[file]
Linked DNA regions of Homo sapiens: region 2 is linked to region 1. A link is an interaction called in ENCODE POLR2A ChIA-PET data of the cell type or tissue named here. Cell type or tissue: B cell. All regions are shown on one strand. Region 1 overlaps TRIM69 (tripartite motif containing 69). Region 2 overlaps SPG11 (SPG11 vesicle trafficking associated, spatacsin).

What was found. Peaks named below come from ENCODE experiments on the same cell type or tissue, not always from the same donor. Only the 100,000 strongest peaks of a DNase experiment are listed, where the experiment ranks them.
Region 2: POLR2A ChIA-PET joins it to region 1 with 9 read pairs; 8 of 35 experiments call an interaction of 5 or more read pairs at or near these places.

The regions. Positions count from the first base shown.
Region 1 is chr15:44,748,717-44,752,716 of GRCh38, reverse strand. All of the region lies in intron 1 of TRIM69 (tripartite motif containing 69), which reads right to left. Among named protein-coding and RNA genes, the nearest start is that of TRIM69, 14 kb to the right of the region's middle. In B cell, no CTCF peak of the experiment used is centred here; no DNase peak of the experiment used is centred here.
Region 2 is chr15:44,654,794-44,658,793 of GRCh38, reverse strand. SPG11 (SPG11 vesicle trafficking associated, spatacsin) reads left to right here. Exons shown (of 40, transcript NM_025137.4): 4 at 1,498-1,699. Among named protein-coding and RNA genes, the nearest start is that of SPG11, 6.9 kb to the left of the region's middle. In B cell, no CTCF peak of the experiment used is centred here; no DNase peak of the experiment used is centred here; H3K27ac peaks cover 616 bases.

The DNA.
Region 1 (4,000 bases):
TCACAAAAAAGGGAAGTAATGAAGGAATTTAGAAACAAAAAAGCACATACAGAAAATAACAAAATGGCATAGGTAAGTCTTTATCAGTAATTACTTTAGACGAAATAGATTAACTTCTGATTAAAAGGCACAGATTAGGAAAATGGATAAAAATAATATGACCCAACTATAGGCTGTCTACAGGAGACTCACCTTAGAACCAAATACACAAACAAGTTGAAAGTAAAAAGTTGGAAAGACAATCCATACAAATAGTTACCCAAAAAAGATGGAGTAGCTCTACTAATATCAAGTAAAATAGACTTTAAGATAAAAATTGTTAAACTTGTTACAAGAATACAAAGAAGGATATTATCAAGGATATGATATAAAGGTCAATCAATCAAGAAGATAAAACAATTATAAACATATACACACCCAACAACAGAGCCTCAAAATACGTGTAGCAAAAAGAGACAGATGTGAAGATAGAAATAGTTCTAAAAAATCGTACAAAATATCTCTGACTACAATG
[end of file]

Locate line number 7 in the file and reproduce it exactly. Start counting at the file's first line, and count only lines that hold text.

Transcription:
The DNA.